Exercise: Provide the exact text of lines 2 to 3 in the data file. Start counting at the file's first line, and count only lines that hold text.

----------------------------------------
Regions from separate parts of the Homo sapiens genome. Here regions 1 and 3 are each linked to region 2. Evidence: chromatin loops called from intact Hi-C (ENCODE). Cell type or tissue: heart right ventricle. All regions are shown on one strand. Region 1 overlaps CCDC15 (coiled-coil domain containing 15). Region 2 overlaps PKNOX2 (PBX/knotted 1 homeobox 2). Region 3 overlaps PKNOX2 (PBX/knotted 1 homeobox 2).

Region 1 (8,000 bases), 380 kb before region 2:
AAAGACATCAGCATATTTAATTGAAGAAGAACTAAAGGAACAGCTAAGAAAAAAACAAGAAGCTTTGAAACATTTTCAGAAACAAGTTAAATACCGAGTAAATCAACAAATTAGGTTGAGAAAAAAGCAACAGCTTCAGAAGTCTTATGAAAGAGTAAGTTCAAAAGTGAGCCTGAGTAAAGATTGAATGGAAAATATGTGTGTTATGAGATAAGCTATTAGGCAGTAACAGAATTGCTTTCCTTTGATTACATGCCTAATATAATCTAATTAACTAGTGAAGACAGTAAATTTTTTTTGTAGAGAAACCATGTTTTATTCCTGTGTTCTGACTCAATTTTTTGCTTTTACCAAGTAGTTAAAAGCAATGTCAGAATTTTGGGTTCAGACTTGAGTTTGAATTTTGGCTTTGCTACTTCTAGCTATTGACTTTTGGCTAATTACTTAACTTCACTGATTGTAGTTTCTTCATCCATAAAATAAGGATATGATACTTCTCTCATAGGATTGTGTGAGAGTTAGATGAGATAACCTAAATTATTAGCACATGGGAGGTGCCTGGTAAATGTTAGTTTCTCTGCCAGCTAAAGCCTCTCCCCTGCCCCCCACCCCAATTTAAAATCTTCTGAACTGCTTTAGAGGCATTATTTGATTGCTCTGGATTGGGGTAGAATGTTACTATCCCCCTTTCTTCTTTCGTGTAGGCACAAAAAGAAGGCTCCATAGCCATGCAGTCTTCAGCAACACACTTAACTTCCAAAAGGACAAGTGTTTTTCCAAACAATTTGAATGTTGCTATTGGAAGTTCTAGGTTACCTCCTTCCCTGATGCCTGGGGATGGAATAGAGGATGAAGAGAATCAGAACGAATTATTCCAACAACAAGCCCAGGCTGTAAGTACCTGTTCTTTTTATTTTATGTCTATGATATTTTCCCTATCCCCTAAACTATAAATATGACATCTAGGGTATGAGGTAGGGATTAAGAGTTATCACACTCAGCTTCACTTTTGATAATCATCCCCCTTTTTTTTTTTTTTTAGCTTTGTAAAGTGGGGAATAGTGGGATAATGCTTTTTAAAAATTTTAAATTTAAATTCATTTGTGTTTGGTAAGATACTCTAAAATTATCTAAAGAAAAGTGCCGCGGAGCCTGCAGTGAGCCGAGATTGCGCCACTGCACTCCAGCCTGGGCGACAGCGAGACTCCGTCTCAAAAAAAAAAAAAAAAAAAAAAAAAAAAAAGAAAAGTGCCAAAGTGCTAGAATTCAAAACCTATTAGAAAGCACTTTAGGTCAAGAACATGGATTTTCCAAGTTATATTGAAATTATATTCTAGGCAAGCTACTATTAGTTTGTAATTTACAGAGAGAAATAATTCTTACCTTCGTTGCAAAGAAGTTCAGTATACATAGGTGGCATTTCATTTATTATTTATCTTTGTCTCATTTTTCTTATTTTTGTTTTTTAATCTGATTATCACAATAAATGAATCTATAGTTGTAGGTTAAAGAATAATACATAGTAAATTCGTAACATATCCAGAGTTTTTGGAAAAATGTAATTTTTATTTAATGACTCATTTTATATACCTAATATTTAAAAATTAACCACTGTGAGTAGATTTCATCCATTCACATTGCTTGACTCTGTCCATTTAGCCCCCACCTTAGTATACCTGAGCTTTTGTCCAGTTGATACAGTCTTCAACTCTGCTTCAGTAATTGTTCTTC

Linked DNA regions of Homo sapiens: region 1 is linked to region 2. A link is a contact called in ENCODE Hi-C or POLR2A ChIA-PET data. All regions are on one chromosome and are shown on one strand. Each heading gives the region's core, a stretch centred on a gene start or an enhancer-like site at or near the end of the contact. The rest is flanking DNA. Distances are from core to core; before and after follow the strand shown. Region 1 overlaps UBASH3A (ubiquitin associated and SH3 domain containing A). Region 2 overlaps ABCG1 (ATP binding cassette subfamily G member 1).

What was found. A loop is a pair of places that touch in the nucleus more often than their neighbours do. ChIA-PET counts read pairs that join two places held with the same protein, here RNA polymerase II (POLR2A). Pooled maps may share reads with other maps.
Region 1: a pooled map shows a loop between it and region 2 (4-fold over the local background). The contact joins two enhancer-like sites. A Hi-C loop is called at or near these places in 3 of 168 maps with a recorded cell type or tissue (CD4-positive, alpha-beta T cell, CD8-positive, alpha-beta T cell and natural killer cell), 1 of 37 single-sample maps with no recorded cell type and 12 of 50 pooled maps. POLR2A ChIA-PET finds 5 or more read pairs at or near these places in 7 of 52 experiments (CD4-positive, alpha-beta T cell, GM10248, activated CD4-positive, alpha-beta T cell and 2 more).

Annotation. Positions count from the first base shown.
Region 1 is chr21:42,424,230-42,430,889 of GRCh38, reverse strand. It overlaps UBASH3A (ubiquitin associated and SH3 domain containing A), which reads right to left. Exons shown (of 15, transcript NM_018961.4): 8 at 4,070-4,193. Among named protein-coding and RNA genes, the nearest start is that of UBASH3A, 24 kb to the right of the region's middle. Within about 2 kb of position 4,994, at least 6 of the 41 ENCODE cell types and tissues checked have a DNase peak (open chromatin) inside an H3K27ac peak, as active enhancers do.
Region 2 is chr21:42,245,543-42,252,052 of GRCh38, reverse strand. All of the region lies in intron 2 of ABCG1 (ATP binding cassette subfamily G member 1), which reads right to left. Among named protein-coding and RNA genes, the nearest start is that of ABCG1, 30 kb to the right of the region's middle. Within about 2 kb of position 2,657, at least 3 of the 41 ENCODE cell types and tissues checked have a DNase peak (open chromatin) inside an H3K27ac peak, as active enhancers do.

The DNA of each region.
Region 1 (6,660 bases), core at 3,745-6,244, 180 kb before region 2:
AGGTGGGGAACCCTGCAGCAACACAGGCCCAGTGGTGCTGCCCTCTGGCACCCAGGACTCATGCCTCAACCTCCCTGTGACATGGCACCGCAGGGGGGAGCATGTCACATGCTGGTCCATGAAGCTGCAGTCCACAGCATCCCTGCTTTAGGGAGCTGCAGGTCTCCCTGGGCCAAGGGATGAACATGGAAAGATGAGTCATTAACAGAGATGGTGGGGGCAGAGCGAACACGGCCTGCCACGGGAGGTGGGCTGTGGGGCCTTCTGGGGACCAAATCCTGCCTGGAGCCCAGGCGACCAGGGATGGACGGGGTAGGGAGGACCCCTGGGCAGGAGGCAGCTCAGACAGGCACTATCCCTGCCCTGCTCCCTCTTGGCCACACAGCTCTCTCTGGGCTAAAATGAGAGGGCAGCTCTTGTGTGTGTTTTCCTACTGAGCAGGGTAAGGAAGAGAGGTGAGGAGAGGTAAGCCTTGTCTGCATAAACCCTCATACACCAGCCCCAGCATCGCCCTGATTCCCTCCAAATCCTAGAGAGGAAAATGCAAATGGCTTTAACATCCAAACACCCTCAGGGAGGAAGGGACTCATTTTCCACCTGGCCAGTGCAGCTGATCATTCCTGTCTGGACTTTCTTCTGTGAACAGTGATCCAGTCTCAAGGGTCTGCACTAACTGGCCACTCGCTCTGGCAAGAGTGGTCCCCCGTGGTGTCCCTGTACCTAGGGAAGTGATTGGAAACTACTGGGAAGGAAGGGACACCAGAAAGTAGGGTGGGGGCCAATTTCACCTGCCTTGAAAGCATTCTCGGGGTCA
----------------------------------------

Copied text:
Region 1 (8,000 bases), 380 kb before region 2:
AAAGACATCAGCATATTTAATTGAAGAAGAACTAAAGGAACAGCTAAGAAAAAAACAAGAAGCTTTGAAACATTTTCAGAAACAAGTTAAATACCGAGTAAATCAACAAATTAGGTTGAGAAAAAAGCAACAGCTTCAGAAGTCTTATGAAAGAGTAAGTTCAAAAGTGAGCCTGAGTAAAGATTGAATGGAAAATATGTGTGTTATGAGATAAGCTATTAGGCAGTAACAGAATTGCTTTCCTTTGATTACATGCCTAATATAATCTAATTAACTAGTGAAGACAGTAAATTTTTTTTGTAGAGAAACCATGTTTTATTCCTGTGTTCTGACTCAATTTTTTGCTTTTACCAAGTAGTTAAAAGCAATGTCAGAATTTTGGGTTCAGACTTGAGTTTGAATTTTGGCTTTGCTACTTCTAGCTATTGACTTTTGGCTAATTACTTAACTTCACTGATTGTAGTTTCTTCATCCATAAAATAAGGATATGATACTTCTCTCATAGGATTGTGTGAGAGTTAGATGAGATAACCTAAATTATTAGCACATGGGAGGTGCCTGGTAAATGTTAGTTTCTCTGCCAGCTAAAGCCTCTCCCCTGCCCCCCACCCCAATTTAAAATCTTCTGAACTGCTTTAGAGGCATTATTTGATTGCTCTGGATTGGGGTAGAATGTTACTATCCCCCTTTCTTCTTTCGTGTAGGCACAAAAAGAAGGCTCCATAGCCATGCAGTCTTCAGCAACACACTTAACTTCCAAAAGGACAAGTGTTTTTCCAAACAATTTGAATGTTGCTATTGGAAGTTCTAGGTTACCTCCTTCCCTGATGCCTGGGGATGGAATAGAGGATGAAGAGAATCAGAACGAATTATTCCAACAACAAGCCCAGGCTGTAAGTACCTGTTCTTTTTATTTTATGTCTATGATATTTTCCCTATCCCCTAAACTATAAATATGACATCTAGGGTATGAGGTAGGGATTAAGAGTTATCACACTCAGCTTCACTTTTGATAATCATCCCCCTTTTTTTTTTTTTTTAGCTTTGTAAAGTGGGGAATAGTGGGATAATGCTTTTTAAAAATTTTAAATTTAAATTCATTTGTGTTTGGTAAGATACTCTAAAATTATCTAAAGAAAAGTGCCGCGGAGCCTGCAGTGAGCCGAGATTGCGCCACTGCACTCCAGCCTGGGCGACAGCGAGACTCCGTCTCAAAAAAAAAAAAAAAAAAAAAAAAAAAAAAGAAAAGTGCCAAAGTGCTAGAATTCAAAACCTATTAGAAAGCACTTTAGGTCAAGAACATGGATTTTCCAAGTTATATTGAAATTATATTCTAGGCAAGCTACTATTAGTTTGTAATTTACAGAGAGAAATAATTCTTACCTTCGTTGCAAAGAAGTTCAGTATACATAGGTGGCATTTCATTTATTATTTATCTTTGTCTCATTTTTCTTATTTTTGTTTTTTAATCTGATTATCACAATAAATGAATCTATAGTTGTAGGTTAAAGAATAATACATAGTAAATTCGTAACATATCCAGAGTTTTTGGAAAAATGTAATTTTTATTTAATGACTCATTTTATATACCTAATATTTAAAAATTAACCACTGTGAGTAGATTTCATCCATTCACATTGCTTGACTCTGTCCATTTAGCCCCCACCTTAGTATACCTGAGCTTTTGTCCAGTTGATACAGTCTTCAACTCTGCTTCAGTAATTGTTCTTC